The only thing I really don't like about the E8350 is that it uses the same dowdy interface that Linksys has used for at least the last decade. The WRT1900AC--introduced a few months before--sports a much more attractive, functional interface. I don't really care one way or another about the devices' external design, except that the E8350's more subdued look makes it blend in better if you locate it in public view, vs. the WRT1900AC's Star Wars look. After a few problems with the WRT1900AC initially, it has been working reliably for the past couple of months; the E8350 has worked reliably from the start. So maybe dowdy is better.

I do find it a little difficult to comparison-shop among the now-several similar Linksys router products. Linksys offers the WRT1900AC (~$200), the E8350 (~$250), and the EA9200 ($300). The EA9200 has an additional radio, so you can run a 2.4GHz network and two 5GHz networks, but it has only three antenna, and a slower CPU. If I want Linksys's best router, which one do I choose?

Ambient Weather BC-2000 Intelligent Battery Charger for AA/AAA Rechargeable Batteries
Ambient Weather BC-2000 Intelligent Battery Charger for AA/AAA Rechargeable Batteries
Offered by Ambient Weather
Price: $32.99
4 used & new from $26.99

1 of 2 people found the following review helpful
4.0 out of 5 stars Able to restore old batteries, but not always magic, October 5, 2014
Vine Customer Review of Free Product (What's this?)
I've had several battery chargers over the years, but this is the first one I've had that can restore old batteries--to give them the ability to be charged and store a charge again. It works--sometimes, but occasionally, it needs some help.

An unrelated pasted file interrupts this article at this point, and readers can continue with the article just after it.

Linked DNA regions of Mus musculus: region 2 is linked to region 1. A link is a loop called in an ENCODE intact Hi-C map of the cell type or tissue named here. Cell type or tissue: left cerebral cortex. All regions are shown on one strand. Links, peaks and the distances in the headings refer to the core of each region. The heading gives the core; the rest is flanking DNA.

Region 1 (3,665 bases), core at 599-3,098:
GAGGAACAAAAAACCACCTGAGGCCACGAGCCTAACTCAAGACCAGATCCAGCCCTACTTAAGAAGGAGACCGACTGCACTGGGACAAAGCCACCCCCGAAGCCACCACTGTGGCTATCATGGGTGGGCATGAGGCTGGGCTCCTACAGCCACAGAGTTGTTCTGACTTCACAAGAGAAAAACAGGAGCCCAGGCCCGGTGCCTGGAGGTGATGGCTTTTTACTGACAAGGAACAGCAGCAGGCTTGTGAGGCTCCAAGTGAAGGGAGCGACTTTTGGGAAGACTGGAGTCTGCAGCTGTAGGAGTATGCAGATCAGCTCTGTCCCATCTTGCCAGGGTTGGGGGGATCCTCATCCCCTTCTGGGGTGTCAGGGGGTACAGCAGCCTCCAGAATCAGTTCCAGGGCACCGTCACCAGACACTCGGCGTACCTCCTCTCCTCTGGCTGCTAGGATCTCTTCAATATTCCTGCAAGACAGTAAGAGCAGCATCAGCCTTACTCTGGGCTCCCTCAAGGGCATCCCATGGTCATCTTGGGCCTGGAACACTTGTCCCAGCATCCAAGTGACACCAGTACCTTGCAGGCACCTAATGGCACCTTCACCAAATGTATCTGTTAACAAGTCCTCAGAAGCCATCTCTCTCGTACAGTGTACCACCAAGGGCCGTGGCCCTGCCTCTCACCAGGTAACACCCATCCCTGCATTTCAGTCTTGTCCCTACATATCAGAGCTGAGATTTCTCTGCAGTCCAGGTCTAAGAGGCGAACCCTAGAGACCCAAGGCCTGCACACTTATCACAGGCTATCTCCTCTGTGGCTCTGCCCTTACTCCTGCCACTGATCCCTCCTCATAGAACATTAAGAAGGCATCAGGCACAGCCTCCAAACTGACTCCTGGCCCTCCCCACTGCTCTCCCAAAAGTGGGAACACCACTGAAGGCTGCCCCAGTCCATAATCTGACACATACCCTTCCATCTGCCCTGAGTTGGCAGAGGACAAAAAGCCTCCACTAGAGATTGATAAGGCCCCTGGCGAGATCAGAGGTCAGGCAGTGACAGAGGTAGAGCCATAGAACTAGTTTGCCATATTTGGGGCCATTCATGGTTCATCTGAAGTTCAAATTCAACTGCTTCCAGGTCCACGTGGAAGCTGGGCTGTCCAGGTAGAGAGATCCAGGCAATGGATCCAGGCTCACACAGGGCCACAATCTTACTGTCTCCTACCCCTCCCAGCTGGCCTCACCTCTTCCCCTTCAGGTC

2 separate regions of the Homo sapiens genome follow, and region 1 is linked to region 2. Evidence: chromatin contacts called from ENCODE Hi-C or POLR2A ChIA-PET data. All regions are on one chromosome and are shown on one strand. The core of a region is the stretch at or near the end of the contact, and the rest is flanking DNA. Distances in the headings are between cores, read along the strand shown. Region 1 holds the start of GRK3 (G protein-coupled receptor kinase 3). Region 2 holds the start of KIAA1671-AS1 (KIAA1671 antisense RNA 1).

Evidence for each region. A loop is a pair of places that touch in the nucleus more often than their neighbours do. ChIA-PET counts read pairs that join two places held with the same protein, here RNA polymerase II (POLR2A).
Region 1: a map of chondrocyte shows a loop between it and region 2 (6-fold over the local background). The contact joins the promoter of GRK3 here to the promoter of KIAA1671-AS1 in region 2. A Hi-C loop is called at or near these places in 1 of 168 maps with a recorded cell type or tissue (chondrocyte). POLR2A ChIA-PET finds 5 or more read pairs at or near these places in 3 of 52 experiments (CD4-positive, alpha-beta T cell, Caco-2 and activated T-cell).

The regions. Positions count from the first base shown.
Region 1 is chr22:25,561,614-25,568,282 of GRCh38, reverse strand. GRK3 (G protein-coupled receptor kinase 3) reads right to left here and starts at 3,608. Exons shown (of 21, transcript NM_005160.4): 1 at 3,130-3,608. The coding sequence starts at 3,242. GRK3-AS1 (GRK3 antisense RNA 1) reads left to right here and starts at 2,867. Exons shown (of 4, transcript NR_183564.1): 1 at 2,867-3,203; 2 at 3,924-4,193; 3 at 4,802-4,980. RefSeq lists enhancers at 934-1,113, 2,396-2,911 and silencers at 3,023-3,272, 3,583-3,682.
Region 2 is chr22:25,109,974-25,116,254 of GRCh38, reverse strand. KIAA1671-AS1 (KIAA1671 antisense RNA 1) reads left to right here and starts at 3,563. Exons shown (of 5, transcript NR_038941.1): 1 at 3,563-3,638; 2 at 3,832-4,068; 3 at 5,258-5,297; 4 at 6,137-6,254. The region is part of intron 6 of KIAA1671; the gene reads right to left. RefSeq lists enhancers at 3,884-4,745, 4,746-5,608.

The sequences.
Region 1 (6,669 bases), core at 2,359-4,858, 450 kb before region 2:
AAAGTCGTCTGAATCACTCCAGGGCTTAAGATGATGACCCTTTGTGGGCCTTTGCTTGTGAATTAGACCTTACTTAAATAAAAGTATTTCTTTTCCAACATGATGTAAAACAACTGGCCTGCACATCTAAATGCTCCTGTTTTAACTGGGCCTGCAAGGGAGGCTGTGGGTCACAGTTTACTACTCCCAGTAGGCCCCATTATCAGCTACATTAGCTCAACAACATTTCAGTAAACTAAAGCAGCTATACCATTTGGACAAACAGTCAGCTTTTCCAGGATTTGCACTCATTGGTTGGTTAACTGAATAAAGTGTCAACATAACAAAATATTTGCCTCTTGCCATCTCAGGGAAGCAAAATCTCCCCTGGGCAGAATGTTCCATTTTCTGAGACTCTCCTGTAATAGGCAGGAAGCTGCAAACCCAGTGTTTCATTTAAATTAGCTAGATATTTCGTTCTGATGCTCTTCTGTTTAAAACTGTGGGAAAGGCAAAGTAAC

I used the BC-2000 with AA batteries of several different types and ages. Newer batteries had no problem taking a charge, but older batteries were hit and miss, as I'd expected. With one battery that would not take a charge at all with another, older charger, I was able to use the BC-2000 to "refresh" it and then charge it up to 800 mAh. With another battery that would hold only 400 mAh, the BC-2000 refreshed it so that it could hold 1472 mAh.

But the BC-2000 would not refresh another battery that was bought at the same time as one of the others; it would not charge it at all, despite several attempts. So then I put the battery into an old charger, which has no refreshing capabilities, and the battery took some charge, apparently. Afterward, I put the battery into the BC-2000, which was then able to charge the battery.

Because it does refresh some batteries, I wouldn't call any of the above criticism. But I do have one criticism: The charger does not, in its basic version, charge C or D cell batteries. You must purchase the version that has a C/D cell add-on (and it's not part of the main unit). If you decide that you want to charge C and D cells later, well, you can't buy the add-on module separately, as far as I've been able to find.

So, somewhat magical, and easy to use; just make sure you get the right version first time out.
Comment Comments (2) | Permalink | Most recent comment: Oct 29, 2014 1:09 PM PDT

Pioneer SE-CX9-S Headphones
Pioneer SE-CX9-S Headphones
Offered by Cart4deals
Price: $134.88
22 used & new from $109.99

2 of 2 people found the following review helpful
3.0 out of 5 stars Heavy, heavy headbuds, August 17, 2014
Vine Customer Review of Free Product (What's this?)